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Addict Behav. 1999 Jul-Aug;24(4):543-9.

Alcohol cue reactivity and private self-consciousness among male alcoholics.

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  • 1Brown University, USA.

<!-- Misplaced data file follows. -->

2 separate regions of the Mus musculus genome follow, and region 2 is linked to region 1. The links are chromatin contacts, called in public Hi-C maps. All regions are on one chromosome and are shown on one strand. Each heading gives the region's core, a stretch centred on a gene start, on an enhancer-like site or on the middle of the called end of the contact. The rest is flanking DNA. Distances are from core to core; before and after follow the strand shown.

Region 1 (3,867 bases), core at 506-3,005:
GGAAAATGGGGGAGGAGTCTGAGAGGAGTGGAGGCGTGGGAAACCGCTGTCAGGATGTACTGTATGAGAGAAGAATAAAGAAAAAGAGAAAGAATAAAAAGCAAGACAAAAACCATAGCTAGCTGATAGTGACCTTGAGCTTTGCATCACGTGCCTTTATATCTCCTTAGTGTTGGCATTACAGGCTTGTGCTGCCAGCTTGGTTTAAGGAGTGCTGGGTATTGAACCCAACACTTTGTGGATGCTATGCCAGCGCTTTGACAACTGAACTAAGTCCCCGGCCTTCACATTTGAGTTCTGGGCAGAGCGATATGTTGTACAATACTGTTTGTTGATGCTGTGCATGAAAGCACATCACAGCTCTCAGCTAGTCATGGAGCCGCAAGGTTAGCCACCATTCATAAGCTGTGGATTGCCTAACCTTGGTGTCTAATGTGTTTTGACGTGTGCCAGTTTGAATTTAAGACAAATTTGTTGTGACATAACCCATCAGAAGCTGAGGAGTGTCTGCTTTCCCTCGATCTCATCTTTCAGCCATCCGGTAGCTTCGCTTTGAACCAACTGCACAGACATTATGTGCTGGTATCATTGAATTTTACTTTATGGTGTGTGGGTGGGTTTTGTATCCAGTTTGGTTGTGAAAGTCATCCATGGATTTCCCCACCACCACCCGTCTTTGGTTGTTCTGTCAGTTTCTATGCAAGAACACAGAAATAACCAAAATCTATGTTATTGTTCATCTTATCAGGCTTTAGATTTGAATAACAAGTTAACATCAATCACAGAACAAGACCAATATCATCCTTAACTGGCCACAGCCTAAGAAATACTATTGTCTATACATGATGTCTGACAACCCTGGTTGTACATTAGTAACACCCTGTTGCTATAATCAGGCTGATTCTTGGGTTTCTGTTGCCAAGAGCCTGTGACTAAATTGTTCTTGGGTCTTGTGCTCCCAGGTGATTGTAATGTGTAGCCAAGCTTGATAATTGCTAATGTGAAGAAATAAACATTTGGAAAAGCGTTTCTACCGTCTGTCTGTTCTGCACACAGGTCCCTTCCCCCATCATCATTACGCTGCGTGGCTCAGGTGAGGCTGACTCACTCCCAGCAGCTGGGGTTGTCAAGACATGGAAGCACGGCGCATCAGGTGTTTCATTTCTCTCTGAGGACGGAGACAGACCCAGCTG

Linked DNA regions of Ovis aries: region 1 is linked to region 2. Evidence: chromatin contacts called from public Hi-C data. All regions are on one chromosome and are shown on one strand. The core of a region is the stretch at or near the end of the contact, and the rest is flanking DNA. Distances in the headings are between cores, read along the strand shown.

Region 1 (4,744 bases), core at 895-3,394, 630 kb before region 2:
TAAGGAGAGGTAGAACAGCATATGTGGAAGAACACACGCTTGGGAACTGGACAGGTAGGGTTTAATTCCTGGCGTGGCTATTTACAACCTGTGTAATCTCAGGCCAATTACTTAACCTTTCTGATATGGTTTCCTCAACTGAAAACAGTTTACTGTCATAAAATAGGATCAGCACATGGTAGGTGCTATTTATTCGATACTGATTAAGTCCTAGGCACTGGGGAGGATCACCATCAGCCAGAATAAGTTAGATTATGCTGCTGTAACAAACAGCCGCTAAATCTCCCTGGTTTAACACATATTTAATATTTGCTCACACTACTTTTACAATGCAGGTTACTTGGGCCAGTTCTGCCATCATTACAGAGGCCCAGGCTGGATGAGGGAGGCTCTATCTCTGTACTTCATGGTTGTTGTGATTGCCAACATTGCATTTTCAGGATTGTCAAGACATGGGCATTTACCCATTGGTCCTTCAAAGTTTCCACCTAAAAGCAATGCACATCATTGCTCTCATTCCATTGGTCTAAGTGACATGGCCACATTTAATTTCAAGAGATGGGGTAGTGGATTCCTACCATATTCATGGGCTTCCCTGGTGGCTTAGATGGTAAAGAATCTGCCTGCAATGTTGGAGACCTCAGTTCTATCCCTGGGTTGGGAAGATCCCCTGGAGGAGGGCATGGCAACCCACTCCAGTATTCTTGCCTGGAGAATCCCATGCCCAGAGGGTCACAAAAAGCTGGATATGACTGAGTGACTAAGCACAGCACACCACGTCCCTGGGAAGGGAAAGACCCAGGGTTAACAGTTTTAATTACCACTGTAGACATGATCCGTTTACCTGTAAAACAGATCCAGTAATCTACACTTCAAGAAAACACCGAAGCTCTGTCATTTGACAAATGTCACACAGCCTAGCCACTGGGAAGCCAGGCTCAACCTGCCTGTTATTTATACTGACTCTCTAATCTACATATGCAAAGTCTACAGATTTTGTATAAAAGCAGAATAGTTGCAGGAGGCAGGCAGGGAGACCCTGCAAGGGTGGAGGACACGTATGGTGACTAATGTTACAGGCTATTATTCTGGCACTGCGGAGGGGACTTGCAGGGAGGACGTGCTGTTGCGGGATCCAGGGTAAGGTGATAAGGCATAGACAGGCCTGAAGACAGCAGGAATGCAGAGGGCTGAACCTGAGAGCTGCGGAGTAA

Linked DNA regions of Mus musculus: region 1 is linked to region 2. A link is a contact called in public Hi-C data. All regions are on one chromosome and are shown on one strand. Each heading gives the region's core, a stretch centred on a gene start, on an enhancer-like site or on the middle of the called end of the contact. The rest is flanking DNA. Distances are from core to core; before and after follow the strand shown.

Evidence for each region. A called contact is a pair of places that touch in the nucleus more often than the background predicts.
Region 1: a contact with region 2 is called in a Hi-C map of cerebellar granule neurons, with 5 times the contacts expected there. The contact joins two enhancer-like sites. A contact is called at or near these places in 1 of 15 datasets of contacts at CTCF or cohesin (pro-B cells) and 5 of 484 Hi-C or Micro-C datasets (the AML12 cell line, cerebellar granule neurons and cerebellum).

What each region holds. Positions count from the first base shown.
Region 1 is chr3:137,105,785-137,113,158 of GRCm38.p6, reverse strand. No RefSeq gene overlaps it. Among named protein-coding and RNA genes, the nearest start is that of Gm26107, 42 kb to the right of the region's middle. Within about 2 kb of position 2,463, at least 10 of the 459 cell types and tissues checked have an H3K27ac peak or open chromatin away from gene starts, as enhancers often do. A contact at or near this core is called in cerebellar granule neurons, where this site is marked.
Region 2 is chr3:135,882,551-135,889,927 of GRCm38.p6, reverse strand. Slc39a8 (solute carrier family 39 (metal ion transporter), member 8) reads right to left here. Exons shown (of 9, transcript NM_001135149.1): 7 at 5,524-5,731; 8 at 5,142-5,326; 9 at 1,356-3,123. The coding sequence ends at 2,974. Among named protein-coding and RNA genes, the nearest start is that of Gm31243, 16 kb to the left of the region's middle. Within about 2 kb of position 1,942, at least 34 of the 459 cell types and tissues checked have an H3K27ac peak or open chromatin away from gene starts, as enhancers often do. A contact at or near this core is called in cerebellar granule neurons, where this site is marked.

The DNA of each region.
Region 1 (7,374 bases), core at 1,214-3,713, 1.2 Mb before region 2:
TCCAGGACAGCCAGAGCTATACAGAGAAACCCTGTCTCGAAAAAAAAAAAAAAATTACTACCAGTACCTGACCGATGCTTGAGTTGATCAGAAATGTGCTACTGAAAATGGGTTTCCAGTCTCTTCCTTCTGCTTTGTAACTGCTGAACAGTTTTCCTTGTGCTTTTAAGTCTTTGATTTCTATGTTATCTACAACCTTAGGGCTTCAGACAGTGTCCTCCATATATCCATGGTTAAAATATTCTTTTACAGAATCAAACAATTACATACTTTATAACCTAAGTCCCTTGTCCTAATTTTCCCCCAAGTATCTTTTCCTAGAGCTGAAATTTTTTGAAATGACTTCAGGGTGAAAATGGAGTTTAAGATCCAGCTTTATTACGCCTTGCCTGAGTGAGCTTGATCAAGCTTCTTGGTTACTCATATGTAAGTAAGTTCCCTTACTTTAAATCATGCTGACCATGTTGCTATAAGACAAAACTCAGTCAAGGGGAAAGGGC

Recent alcohol cue exposure studies have noted that not all alcoholics demonstrate increased reactivity when presented with alcohol-related cues. This study examined the relationship of private self-consciousness (PSC) to subjective, self-report measures of reactivity and measures of negative mood states that involve a focus on internal processes. These subjective measures of reactivity were contrasted with salivary reactivity, an objective measure of reactivity which does not require individual self-report or awareness. A cue reactivity assessment was administered to 47 men meeting DSM-III-R criteria for a diagnosis of alcohol dependence. Our hypothesis, that PSC would predict urge reactivity status and greater levels of negative mood states, was supported. Urge reactors were more likely to be high in PSC, while the proportions of salivary reactors and nonreactors were not significantly different between the high and low PSC groups. Although regression analyses indicated that PSC did not significantly predict urge to drink alcohol, it did predict angry/frustrated mood and sad/depressed mood at the first alcohol trial. These results suggest that individuals high in PSC may benefit more from cue exposure-based treatment, as they are more likely to be urge reactors and to evidence negative mood reactivity. Low PSC individuals may be at higher risk for relapse given they are less able to recognize internal reactions signaling the presence of a high-risk alcohol use situation, and therefore less likely to mobilize coping responses.

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